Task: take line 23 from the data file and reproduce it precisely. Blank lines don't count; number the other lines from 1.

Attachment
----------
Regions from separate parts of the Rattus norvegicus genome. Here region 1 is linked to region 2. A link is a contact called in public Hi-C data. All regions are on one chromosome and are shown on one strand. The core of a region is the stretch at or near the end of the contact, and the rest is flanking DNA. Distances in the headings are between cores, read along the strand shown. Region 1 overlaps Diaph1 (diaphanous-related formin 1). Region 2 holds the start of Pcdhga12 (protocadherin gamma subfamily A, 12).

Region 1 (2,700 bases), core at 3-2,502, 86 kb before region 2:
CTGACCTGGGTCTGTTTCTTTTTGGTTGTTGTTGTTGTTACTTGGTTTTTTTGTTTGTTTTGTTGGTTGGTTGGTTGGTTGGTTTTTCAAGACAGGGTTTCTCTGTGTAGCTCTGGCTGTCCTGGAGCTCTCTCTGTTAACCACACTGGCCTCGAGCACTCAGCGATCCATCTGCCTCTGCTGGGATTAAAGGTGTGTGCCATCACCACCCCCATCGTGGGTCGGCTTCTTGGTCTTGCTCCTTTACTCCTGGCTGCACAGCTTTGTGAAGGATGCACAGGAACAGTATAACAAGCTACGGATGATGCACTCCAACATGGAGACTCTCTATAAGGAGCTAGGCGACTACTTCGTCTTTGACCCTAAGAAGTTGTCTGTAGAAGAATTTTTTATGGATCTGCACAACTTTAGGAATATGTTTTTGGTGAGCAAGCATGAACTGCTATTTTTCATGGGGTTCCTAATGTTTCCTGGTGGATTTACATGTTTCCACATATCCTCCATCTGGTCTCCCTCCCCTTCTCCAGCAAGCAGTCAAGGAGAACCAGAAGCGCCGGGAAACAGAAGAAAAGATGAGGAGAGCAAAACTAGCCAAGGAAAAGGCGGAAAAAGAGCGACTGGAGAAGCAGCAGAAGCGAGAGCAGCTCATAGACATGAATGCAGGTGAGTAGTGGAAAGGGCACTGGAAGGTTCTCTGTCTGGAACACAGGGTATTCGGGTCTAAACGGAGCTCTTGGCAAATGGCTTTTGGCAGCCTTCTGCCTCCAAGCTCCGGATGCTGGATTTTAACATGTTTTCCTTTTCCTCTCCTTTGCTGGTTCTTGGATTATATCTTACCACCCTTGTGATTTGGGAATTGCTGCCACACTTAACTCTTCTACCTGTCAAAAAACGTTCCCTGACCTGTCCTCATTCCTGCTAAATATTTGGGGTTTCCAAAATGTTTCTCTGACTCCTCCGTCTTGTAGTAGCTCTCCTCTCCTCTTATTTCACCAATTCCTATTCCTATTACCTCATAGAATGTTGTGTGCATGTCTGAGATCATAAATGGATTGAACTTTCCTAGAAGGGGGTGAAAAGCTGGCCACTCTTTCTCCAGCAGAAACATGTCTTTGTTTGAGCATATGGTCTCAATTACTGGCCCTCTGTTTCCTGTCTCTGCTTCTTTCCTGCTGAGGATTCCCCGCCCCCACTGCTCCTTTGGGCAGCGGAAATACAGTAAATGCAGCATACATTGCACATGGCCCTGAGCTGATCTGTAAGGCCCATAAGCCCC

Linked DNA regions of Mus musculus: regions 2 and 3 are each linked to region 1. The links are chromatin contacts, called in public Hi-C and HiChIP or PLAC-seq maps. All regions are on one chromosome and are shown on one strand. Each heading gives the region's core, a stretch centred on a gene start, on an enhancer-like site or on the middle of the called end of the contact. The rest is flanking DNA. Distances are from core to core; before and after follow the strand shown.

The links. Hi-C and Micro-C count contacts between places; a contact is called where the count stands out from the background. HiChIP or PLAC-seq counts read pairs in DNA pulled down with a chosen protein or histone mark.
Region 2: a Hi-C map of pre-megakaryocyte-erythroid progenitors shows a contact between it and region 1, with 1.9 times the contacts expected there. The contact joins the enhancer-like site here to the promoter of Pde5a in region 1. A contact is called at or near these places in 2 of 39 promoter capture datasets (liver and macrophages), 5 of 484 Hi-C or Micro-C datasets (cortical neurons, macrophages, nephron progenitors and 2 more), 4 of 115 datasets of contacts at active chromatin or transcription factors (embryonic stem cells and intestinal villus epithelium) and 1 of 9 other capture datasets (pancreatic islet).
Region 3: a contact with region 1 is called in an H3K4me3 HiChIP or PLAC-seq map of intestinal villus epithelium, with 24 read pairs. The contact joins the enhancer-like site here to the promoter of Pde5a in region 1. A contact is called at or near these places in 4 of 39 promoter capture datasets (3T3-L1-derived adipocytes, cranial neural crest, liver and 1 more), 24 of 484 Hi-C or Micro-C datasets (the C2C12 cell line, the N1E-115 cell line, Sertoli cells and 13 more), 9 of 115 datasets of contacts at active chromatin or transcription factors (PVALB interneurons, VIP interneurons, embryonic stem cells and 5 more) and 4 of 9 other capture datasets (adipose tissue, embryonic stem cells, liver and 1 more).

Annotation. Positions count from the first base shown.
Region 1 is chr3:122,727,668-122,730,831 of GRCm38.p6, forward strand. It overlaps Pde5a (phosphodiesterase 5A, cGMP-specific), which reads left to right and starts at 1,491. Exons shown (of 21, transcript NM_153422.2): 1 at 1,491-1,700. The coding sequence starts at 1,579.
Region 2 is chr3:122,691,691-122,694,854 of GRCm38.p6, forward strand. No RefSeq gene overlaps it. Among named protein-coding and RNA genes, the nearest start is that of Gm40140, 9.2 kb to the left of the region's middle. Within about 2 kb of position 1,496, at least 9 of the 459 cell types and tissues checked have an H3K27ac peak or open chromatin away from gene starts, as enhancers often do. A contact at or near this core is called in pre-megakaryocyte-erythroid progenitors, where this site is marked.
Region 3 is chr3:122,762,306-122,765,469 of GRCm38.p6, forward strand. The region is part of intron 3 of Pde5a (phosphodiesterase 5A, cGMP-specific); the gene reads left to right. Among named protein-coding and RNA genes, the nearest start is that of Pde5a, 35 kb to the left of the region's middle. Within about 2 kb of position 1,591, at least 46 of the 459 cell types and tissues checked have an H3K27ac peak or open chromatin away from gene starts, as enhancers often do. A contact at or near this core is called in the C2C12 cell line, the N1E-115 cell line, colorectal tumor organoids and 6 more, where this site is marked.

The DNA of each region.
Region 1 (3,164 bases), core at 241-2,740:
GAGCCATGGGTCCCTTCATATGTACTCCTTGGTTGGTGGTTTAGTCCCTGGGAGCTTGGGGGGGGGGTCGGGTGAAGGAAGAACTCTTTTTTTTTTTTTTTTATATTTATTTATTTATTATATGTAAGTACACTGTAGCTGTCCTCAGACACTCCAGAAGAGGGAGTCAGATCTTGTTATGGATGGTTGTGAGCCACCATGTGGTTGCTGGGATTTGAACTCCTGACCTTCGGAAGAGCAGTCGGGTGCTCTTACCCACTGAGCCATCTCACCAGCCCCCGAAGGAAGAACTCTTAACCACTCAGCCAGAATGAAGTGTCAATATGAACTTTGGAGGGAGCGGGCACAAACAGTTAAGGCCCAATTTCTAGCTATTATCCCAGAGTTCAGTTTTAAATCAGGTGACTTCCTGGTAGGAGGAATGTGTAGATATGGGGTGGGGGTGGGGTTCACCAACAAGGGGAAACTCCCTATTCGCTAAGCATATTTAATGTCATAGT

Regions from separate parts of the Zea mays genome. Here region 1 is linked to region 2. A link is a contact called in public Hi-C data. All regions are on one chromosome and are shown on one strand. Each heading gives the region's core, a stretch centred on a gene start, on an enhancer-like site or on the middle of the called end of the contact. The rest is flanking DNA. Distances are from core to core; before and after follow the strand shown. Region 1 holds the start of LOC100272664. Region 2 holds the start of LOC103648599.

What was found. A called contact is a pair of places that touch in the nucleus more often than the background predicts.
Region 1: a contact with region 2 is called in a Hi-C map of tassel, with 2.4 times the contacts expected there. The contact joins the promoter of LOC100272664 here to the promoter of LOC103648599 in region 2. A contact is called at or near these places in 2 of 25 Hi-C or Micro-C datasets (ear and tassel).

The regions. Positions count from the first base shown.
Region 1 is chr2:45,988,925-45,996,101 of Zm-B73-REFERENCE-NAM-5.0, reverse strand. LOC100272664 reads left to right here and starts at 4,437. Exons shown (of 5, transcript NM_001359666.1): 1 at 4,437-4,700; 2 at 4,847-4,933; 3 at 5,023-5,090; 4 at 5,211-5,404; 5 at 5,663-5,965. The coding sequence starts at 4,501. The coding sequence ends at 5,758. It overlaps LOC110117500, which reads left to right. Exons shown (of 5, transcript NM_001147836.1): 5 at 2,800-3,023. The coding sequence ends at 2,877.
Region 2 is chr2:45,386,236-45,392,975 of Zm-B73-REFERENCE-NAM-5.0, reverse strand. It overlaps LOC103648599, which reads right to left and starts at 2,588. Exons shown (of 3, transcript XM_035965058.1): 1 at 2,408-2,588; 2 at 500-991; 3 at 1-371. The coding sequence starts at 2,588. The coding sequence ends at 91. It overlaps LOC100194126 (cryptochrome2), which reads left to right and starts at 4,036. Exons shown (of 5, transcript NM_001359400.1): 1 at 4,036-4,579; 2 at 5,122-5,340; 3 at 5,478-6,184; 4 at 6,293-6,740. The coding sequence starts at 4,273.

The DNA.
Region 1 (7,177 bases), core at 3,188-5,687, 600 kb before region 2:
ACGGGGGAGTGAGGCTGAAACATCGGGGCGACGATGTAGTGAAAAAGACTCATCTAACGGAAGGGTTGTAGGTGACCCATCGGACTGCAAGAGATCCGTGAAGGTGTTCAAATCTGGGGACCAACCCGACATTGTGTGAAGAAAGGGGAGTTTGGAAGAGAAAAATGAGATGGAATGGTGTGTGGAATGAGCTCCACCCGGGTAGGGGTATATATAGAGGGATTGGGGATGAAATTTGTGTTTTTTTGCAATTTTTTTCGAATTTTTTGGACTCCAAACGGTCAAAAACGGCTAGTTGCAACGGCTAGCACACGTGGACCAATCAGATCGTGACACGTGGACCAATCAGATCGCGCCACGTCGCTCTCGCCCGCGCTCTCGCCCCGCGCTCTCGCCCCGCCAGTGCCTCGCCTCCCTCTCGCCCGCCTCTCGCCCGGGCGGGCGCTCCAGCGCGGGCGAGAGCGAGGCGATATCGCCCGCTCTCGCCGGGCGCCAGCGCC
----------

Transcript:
ACGGGGGAGTGAGGCTGAAACATCGGGGCGACGATGTAGTGAAAAAGACTCATCTAACGGAAGGGTTGTAGGTGACCCATCGGACTGCAAGAGATCCGTGAAGGTGTTCAAATCTGGGGACCAACCCGACATTGTGTGAAGAAAGGGGAGTTTGGAAGAGAAAAATGAGATGGAATGGTGTGTGGAATGAGCTCCACCCGGGTAGGGGTATATATAGAGGGATTGGGGATGAAATTTGTGTTTTTTTGCAATTTTTTTCGAATTTTTTGGACTCCAAACGGTCAAAAACGGCTAGTTGCAACGGCTAGCACACGTGGACCAATCAGATCGTGACACGTGGACCAATCAGATCGCGCCACGTCGCTCTCGCCCGCGCTCTCGCCCCGCGCTCTCGCCCCGCCAGTGCCTCGCCTCCCTCTCGCCCGCCTCTCGCCCGGGCGGGCGCTCCAGCGCGGGCGAGAGCGAGGCGATATCGCCCGCTCTCGCCGGGCGCCAGCGCC